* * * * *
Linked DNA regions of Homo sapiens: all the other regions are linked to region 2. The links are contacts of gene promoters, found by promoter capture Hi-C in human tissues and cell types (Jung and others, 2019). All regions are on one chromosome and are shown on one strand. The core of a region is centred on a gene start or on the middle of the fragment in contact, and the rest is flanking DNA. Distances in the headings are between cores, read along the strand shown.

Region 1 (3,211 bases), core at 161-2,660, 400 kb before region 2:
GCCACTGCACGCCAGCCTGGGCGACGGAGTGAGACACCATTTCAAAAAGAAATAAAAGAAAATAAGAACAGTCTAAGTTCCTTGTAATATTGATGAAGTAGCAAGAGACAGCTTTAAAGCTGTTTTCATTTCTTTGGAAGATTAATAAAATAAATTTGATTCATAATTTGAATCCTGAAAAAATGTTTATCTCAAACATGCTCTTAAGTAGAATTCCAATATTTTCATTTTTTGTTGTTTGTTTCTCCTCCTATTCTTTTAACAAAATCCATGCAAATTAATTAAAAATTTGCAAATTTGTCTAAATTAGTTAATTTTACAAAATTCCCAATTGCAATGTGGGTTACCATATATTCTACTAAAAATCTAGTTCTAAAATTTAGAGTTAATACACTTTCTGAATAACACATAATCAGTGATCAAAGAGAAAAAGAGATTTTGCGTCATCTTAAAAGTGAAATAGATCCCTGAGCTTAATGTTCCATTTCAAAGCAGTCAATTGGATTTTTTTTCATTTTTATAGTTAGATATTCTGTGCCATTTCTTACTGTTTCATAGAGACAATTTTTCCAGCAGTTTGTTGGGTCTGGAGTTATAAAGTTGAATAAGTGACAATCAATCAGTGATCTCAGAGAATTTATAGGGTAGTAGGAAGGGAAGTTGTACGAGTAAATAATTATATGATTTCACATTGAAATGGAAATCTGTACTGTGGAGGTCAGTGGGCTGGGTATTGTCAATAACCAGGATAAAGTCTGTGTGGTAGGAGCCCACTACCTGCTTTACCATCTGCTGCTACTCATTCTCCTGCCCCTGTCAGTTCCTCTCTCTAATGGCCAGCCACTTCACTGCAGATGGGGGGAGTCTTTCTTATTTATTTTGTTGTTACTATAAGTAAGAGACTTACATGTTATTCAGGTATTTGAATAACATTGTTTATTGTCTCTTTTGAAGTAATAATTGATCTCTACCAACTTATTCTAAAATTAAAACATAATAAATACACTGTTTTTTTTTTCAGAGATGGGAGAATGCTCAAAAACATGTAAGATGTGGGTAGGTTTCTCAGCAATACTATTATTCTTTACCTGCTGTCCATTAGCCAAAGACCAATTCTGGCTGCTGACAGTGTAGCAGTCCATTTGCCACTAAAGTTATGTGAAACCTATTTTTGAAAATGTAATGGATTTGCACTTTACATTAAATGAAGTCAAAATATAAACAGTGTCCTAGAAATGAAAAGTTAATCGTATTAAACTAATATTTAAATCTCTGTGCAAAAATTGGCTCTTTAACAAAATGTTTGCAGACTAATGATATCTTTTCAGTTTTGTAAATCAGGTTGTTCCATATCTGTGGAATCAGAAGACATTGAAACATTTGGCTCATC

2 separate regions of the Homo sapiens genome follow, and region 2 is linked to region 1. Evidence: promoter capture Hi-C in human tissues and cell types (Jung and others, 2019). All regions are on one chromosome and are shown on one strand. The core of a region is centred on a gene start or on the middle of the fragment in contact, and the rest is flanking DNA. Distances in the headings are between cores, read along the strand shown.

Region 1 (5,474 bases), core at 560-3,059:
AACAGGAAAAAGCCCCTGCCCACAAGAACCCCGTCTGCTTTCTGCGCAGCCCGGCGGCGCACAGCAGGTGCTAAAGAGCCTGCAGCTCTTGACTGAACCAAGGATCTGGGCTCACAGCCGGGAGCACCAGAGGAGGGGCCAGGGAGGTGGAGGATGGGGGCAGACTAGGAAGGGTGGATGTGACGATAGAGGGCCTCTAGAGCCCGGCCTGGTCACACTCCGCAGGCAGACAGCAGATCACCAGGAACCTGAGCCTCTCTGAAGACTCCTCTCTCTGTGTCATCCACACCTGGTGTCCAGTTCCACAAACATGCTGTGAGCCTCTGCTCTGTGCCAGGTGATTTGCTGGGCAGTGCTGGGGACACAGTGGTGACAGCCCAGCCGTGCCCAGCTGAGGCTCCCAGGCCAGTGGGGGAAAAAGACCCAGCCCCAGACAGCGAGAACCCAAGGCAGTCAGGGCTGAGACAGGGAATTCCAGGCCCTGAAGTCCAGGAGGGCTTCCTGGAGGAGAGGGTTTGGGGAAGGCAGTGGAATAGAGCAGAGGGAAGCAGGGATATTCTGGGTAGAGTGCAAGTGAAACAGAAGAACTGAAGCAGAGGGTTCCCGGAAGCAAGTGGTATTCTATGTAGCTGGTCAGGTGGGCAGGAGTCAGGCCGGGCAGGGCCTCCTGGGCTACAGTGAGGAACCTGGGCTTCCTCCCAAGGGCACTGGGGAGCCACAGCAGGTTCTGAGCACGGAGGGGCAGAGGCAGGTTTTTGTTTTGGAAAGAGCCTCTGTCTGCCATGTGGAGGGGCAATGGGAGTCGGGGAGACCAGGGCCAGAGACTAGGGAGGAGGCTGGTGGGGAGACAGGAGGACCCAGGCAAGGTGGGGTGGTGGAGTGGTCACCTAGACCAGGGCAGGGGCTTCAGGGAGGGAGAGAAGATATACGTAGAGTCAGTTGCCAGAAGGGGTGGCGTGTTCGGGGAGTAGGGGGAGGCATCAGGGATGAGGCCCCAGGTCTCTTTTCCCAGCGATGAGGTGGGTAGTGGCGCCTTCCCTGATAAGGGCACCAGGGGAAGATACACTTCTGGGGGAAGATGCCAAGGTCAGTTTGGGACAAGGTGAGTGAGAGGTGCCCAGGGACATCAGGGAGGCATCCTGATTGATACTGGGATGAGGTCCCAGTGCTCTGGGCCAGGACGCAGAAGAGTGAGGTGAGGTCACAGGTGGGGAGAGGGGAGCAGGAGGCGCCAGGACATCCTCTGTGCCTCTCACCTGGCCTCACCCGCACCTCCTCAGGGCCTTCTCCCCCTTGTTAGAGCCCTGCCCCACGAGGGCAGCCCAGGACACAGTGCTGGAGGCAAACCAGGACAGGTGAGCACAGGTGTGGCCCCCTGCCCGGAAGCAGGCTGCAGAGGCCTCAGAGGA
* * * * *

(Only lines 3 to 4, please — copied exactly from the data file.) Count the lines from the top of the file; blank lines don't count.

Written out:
GCCACTGCACGCCAGCCTGGGCGACGGAGTGAGACACCATTTCAAAAAGAAATAAAAGAAAATAAGAACAGTCTAAGTTCCTTGTAATATTGATGAAGTAGCAAGAGACAGCTTTAAAGCTGTTTTCATTTCTTTGGAAGATTAATAAAATAAATTTGATTCATAATTTGAATCCTGAAAAAATGTTTATCTCAAACATGCTCTTAAGTAGAATTCCAATATTTTCATTTTTTGTTGTTTGTTTCTCCTCCTATTCTTTTAACAAAATCCATGCAAATTAATTAAAAATTTGCAAATTTGTCTAAATTAGTTAATTTTACAAAATTCCCAATTGCAATGTGGGTTACCATATATTCTACTAAAAATCTAGTTCTAAAATTTAGAGTTAATACACTTTCTGAATAACACATAATCAGTGATCAAAGAGAAAAAGAGATTTTGCGTCATCTTAAAAGTGAAATAGATCCCTGAGCTTAATGTTCCATTTCAAAGCAGTCAATTGGATTTTTTTTCATTTTTATAGTTAGATATTCTGTGCCATTTCTTACTGTTTCATAGAGACAATTTTTCCAGCAGTTTGTTGGGTCTGGAGTTATAAAGTTGAATAAGTGACAATCAATCAGTGATCTCAGAGAATTTATAGGGTAGTAGGAAGGGAAGTTGTACGAGTAAATAATTATATGATTTCACATTGAAATGGAAATCTGTACTGTGGAGGTCAGTGGGCTGGGTATTGTCAATAACCAGGATAAAGTCTGTGTGGTAGGAGCCCACTACCTGCTTTACCATCTGCTGCTACTCATTCTCCTGCCCCTGTCAGTTCCTCTCTCTAATGGCCAGCCACTTCACTGCAGATGGGGGGAGTCTTTCTTATTTATTTTGTTGTTACTATAAGTAAGAGACTTACATGTTATTCAGGTATTTGAATAACATTGTTTATTGTCTCTTTTGAAGTAATAATTGATCTCTACCAACTTATTCTAAAATTAAAACATAATAAATACACTGTTTTTTTTTTCAGAGATGGGAGAATGCTCAAAAACATGTAAGATGTGGGTAGGTTTCTCAGCAATACTATTATTCTTTACCTGCTGTCCATTAGCCAAAGACCAATTCTGGCTGCTGACAGTGTAGCAGTCCATTTGCCACTAAAGTTATGTGAAACCTATTTTTGAAAATGTAATGGATTTGCACTTTACATTAAATGAAGTCAAAATATAAACAGTGTCCTAGAAATGAAAAGTTAATCGTATTAAACTAATATTTAAATCTCTGTGCAAAAATTGGCTCTTTAACAAAATGTTTGCAGACTAATGATATCTTTTCAGTTTTGTAAATCAGGTTGTTCCATATCTGTGGAATCAGAAGACATTGAAACATTTGGCTCATC

2 separate regions of the Homo sapiens genome follow, and region 2 is linked to region 1. Evidence: promoter capture Hi-C in human tissues and cell types (Jung and others, 2019). All regions are on one chromosome and are shown on one strand. The core of a region is centred on a gene start or on the middle of the fragment in contact, and the rest is flanking DNA. Distances in the headings are between cores, read along the strand shown.